The following by no means complete list of scholars who have pronounced against the passage will be of interest. After Richard Simon had led the way in this direction towards the close of the seventeenth century he was followed in the eighteenth by Bentley, Clarke, Emlyn, Gibbon, Hezel, Matthaei, Michaelis, Sir Isaac Newton, Porson, Semler, and Wetstein. In the nineteenth century we have, among others, Alexander, Alford, J. H. Blunt, Davidson, Döllinger, Düsterdieck, F. W. Farrar, Field, Haddan, Hammond, Haupt, Hort, Huther, Lachmann, Lightfoot, Marsh, F. D. Maurice, McClellan, Meyrick, Oltramare, Renan, Sanday, Schaff, Scrivener, Scholz, Tischendorf, Tregelles, Turton, Weiss, Weizsäcker, Westcott, De Wette, Wordsworth, and the Revisers. Even the most conservative textual critics have abandoned the defence of this text.
Some will perhaps think that this Appendix is wasted labour: that it is a needlessly elaborate slaying of the slain. But so long as any educated Englishman, above all, so long as any English clergyman 1 1 An Essex Rector has recently (Feb. 1883) thought it worth while to publish a book restating most of the old and exploded arguments in defence of the disputed text: and a member of the York Convocation (April, 1883) denounced the Revised Version as most mischievous, because people now heard words read as Scripture in Church and then went home and found that the words were omitted from the new Version as not being Scripture; and he gave as an instance the passage about the Three Heavenly Witnesses, which had been read in the Epistle that morning. He afterwards stated in a published letter “that the last word had not been spoken on this text, and that he was quite content himself to read it in the A. V., as required in the Church Service.… Whether the text was expunged by the Arians (!), or interpolated by the Western Athanasians, is as much a question as ever.” Jerome’s famous hyperbole, “The whole world groaned and was amazed to find itself Arian,” fades into insignificance compared with the supposition that long before Jerome’s day the Arians had acquired influence enough to expunge a decisive passage from every copy of the Bible in every language , so that neither Jerome, nor any Christian writer of his time, or before his time, had any knowledge of its existence! Where was the passage lying hid all those centuries? How was it rediscovered? Those who have been endeavouring upon critical principles to obtain a pure text of the Greek Testament have been accused of unsettling men’s minds by shewing that certain small portions of the common text are of very doubtful authority. But what profound uncertainty must be the result if we once admit, as a legitimate hypothesis, the supposition that an heretical party in the Church could for several hundred years rob the whole Church, and for many hundred years rob all but Western Christendom, of the clearest statement of the central doctrine of Christianity. What else may not the Arians have expunged? What may they not have inserted? , believes, and indeed publicly maintains, that the passage is genuine, or even possibly genuine, trouble to demonstrate its spuriousness will not be thrown away.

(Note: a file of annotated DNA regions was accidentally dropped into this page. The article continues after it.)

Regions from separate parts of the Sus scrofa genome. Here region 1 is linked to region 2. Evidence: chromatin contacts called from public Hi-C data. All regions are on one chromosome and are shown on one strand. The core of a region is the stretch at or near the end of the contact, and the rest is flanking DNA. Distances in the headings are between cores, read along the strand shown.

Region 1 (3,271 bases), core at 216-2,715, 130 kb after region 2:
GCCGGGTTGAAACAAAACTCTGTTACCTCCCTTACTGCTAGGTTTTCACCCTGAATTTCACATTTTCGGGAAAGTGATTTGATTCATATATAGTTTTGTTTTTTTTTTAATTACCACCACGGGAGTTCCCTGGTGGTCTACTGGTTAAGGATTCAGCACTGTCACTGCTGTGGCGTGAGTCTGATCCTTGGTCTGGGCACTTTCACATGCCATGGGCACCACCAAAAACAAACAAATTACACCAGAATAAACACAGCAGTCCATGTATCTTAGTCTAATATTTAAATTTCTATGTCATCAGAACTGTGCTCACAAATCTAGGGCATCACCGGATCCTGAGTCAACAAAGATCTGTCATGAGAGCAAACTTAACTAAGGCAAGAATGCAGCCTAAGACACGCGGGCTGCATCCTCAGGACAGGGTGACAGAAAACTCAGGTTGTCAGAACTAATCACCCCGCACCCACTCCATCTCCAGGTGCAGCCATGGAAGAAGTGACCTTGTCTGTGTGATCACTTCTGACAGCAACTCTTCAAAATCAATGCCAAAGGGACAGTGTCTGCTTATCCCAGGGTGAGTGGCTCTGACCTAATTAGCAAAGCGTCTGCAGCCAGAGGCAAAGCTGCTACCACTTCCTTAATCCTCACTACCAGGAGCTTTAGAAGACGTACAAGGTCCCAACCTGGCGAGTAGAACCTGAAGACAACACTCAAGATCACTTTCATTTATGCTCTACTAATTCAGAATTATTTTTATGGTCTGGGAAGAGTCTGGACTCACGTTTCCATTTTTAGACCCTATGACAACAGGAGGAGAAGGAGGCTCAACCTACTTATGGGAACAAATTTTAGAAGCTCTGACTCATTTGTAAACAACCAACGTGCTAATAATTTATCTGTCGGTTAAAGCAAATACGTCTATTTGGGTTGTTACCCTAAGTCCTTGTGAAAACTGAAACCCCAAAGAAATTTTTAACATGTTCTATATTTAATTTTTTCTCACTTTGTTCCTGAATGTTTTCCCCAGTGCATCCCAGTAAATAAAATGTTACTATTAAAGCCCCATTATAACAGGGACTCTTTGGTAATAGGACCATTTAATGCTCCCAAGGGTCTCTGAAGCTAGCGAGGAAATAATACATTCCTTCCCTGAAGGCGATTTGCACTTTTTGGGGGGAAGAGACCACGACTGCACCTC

E. John the Presbyter or the Elder